But what's more concerning is how the game looks.
From the moment I sat down, I was surprisingly underwhelmed by the visuals. Instead of the crisp, detailed textures I've encountered this week on the PC version or other next-gen shooter titles, Battlefield 4 on PS4 looked soft and muddled. Wall textures looked half-finished, lacking some of the smaller material nuances or 3D variation. Environmental destruction was more extensive than Battlefield 3 and explosions would send larger chunks of buildings into the air, but once again, the particles looked dull. Weapon models looked great at the hip, but as soon as I raised them to look down the iron sights or scopes, imperfections became apparent.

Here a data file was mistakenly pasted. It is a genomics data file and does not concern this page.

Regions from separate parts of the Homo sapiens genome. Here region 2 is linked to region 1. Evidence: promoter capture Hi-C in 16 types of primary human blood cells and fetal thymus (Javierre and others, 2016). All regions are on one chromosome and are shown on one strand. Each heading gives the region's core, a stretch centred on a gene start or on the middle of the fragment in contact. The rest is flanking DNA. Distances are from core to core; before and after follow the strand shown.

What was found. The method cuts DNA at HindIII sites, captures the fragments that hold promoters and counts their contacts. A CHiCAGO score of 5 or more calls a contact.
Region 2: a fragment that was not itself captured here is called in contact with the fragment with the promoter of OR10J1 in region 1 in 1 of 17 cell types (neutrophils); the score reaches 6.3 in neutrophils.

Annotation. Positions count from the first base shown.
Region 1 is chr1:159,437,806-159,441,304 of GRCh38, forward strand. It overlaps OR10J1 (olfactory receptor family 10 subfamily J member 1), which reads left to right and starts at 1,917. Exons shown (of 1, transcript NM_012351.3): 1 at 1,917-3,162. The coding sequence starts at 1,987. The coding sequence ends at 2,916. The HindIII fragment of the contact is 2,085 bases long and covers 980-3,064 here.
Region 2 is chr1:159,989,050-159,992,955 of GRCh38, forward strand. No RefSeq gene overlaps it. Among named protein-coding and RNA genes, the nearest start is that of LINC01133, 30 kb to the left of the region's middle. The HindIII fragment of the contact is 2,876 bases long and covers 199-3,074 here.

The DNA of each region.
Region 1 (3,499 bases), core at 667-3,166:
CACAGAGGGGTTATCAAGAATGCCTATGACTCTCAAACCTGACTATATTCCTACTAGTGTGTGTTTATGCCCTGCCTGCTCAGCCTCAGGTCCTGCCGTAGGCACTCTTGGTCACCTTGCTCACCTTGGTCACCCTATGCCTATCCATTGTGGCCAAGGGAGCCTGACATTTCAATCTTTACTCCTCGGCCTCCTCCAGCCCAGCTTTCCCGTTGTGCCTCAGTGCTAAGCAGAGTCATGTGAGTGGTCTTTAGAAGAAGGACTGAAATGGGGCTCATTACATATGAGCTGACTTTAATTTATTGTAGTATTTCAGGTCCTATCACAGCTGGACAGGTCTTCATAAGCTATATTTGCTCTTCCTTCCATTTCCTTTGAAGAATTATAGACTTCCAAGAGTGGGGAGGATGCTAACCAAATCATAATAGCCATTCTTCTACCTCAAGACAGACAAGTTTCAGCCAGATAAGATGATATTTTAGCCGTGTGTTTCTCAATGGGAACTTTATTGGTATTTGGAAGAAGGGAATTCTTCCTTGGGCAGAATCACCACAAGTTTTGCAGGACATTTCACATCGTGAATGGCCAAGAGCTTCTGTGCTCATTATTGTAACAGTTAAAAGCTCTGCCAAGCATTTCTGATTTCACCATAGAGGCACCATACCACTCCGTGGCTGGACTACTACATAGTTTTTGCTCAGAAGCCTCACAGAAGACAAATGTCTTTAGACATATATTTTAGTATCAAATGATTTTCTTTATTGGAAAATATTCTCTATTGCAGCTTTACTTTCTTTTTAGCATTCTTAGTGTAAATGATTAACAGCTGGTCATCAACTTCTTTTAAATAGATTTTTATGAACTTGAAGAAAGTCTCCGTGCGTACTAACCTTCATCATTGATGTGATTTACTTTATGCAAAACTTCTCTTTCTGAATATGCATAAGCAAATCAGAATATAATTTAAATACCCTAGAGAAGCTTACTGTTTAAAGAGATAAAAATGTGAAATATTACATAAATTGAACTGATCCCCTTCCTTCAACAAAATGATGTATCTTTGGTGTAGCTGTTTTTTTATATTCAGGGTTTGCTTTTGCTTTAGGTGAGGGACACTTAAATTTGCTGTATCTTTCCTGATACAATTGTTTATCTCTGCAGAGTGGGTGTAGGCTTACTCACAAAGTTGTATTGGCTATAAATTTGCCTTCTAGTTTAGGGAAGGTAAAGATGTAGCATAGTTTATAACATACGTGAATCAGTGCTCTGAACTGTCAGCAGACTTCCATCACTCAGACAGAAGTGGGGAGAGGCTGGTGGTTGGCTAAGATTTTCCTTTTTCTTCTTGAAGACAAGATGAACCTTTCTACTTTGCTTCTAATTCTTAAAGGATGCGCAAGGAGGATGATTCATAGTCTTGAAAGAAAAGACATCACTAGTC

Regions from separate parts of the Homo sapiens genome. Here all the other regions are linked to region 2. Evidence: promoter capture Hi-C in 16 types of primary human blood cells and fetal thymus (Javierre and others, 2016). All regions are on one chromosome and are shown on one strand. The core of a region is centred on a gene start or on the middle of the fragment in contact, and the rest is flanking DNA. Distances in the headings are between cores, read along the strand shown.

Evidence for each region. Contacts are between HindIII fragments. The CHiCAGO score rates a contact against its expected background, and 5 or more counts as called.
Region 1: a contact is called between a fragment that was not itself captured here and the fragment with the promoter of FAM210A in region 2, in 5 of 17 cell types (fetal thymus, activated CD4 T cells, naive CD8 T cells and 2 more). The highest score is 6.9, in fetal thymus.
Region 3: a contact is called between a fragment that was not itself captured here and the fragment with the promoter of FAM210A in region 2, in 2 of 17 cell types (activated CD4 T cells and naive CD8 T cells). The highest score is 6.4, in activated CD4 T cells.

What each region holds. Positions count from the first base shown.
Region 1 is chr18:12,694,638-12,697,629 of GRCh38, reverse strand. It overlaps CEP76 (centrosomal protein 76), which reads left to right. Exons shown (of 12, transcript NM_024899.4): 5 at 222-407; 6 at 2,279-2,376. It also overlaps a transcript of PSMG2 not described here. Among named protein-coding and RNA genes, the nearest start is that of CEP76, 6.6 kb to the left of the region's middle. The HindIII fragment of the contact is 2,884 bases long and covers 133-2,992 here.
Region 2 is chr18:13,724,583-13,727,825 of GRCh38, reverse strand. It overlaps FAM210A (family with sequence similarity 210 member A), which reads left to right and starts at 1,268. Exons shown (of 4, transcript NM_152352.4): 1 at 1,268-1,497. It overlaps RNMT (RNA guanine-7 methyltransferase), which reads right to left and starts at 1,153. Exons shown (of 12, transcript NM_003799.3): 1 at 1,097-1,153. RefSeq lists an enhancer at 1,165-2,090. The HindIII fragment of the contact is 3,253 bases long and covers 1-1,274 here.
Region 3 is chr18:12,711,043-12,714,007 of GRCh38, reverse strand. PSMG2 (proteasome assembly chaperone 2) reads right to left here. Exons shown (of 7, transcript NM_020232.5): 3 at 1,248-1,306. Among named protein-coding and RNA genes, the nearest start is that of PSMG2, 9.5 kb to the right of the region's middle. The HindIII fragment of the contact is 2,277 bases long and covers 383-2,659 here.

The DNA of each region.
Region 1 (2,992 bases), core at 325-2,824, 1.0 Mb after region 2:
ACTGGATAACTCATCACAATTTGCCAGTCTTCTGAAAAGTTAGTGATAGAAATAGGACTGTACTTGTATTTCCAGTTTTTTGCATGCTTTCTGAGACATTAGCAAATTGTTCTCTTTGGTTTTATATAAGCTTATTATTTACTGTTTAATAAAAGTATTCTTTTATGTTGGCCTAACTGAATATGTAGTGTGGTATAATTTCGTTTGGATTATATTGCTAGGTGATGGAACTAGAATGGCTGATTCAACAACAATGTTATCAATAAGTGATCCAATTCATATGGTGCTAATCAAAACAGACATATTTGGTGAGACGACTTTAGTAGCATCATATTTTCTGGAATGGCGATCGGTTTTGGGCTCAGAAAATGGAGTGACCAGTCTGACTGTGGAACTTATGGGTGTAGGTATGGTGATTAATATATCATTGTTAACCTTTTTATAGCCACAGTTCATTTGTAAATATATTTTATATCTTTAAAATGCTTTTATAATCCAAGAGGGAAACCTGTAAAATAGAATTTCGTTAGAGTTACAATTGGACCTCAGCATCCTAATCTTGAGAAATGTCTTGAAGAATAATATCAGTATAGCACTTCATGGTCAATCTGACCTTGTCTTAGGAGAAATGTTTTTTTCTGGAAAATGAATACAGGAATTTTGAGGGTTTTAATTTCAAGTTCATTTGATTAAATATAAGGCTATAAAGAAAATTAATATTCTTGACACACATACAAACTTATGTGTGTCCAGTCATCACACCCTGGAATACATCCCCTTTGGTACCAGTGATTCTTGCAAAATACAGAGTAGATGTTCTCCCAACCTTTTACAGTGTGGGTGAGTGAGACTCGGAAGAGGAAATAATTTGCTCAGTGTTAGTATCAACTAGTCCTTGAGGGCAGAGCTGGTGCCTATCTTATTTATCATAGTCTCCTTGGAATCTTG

As uninspiring as my demo was visually, it's also important to remember that we are still months away from Battlefield 4's release. It's clearly a work in progress. And most importantly, the game itself is still very much a blast to play. But if today's demonstration is any indication, DICE's commitment to supporting 64-player games and maintaining a solid 60 FPS on next-gen consoles could very well come at the cost of visual fidelity, and as a franchise renowned for its state-of-the-art graphics, it's an unexpected compromise.